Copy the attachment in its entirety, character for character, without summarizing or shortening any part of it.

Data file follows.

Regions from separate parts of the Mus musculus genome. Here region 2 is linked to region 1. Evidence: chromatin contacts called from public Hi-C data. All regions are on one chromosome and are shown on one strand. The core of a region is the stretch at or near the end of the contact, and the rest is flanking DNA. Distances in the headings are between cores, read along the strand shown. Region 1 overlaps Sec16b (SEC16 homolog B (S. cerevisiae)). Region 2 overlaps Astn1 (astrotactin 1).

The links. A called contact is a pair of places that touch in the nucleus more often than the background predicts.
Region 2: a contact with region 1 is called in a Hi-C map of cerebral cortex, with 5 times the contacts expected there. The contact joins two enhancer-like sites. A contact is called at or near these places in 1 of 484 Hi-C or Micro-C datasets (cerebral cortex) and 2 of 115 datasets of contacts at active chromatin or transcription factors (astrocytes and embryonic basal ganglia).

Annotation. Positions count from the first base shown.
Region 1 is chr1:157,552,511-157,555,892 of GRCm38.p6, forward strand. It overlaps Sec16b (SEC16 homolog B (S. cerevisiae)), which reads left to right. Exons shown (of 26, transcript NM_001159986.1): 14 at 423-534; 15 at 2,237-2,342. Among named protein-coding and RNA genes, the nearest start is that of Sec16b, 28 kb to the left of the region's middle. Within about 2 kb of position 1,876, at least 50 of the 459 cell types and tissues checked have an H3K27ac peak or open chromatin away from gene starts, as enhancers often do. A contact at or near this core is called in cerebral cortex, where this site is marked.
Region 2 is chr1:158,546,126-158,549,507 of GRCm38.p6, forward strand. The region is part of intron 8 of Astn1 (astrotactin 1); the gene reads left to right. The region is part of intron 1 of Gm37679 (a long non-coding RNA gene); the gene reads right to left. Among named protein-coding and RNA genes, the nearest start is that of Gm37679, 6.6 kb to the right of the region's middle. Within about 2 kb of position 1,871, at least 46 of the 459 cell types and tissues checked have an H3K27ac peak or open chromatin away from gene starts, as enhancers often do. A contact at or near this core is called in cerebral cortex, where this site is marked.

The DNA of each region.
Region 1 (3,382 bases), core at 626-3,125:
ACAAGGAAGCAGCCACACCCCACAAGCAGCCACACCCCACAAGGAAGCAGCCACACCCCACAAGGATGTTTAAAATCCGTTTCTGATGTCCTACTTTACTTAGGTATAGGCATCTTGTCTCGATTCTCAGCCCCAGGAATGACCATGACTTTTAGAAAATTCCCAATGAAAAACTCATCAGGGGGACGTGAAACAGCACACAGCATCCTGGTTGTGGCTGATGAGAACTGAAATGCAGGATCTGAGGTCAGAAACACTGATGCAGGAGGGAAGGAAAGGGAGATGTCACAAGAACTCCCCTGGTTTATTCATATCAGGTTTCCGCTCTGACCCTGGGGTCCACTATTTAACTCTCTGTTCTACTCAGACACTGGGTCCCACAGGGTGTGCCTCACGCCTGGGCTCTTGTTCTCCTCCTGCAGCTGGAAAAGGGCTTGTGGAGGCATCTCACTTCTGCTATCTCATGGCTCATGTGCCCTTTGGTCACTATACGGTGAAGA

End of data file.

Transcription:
Regions from separate parts of the Mus musculus genome. Here region 2 is linked to region 1. Evidence: chromatin contacts called from public Hi-C data. All regions are on one chromosome and are shown on one strand. The core of a region is the stretch at or near the end of the contact, and the rest is flanking DNA. Distances in the headings are between cores, read along the strand shown. Region 1 overlaps Sec16b (SEC16 homolog B (S. cerevisiae)). Region 2 overlaps Astn1 (astrotactin 1).

The links. A called contact is a pair of places that touch in the nucleus more often than the background predicts.
Region 2: a contact with region 1 is called in a Hi-C map of cerebral cortex, with 5 times the contacts expected there. The contact joins two enhancer-like sites. A contact is called at or near these places in 1 of 484 Hi-C or Micro-C datasets (cerebral cortex) and 2 of 115 datasets of contacts at active chromatin or transcription factors (astrocytes and embryonic basal ganglia).

Annotation. Positions count from the first base shown.
Region 1 is chr1:157,552,511-157,555,892 of GRCm38.p6, forward strand. It overlaps Sec16b (SEC16 homolog B (S. cerevisiae)), which reads left to right. Exons shown (of 26, transcript NM_001159986.1): 14 at 423-534; 15 at 2,237-2,342. Among named protein-coding and RNA genes, the nearest start is that of Sec16b, 28 kb to the left of the region's middle. Within about 2 kb of position 1,876, at least 50 of the 459 cell types and tissues checked have an H3K27ac peak or open chromatin away from gene starts, as enhancers often do. A contact at or near this core is called in cerebral cortex, where this site is marked.
Region 2 is chr1:158,546,126-158,549,507 of GRCm38.p6, forward strand. The region is part of intron 8 of Astn1 (astrotactin 1); the gene reads left to right. The region is part of intron 1 of Gm37679 (a long non-coding RNA gene); the gene reads right to left. Among named protein-coding and RNA genes, the nearest start is that of Gm37679, 6.6 kb to the right of the region's middle. Within about 2 kb of position 1,871, at least 46 of the 459 cell types and tissues checked have an H3K27ac peak or open chromatin away from gene starts, as enhancers often do. A contact at or near this core is called in cerebral cortex, where this site is marked.

The DNA of each region.
Region 1 (3,382 bases), core at 626-3,125:
ACAAGGAAGCAGCCACACCCCACAAGCAGCCACACCCCACAAGGAAGCAGCCACACCCCACAAGGATGTTTAAAATCCGTTTCTGATGTCCTACTTTACTTAGGTATAGGCATCTTGTCTCGATTCTCAGCCCCAGGAATGACCATGACTTTTAGAAAATTCCCAATGAAAAACTCATCAGGGGGACGTGAAACAGCACACAGCATCCTGGTTGTGGCTGATGAGAACTGAAATGCAGGATCTGAGGTCAGAAACACTGATGCAGGAGGGAAGGAAAGGGAGATGTCACAAGAACTCCCCTGGTTTATTCATATCAGGTTTCCGCTCTGACCCTGGGGTCCACTATTTAACTCTCTGTTCTACTCAGACACTGGGTCCCACAGGGTGTGCCTCACGCCTGGGCTCTTGTTCTCCTCCTGCAGCTGGAAAAGGGCTTGTGGAGGCATCTCACTTCTGCTATCTCATGGCTCATGTGCCCTTTGGTCACTATACGGTGAAGA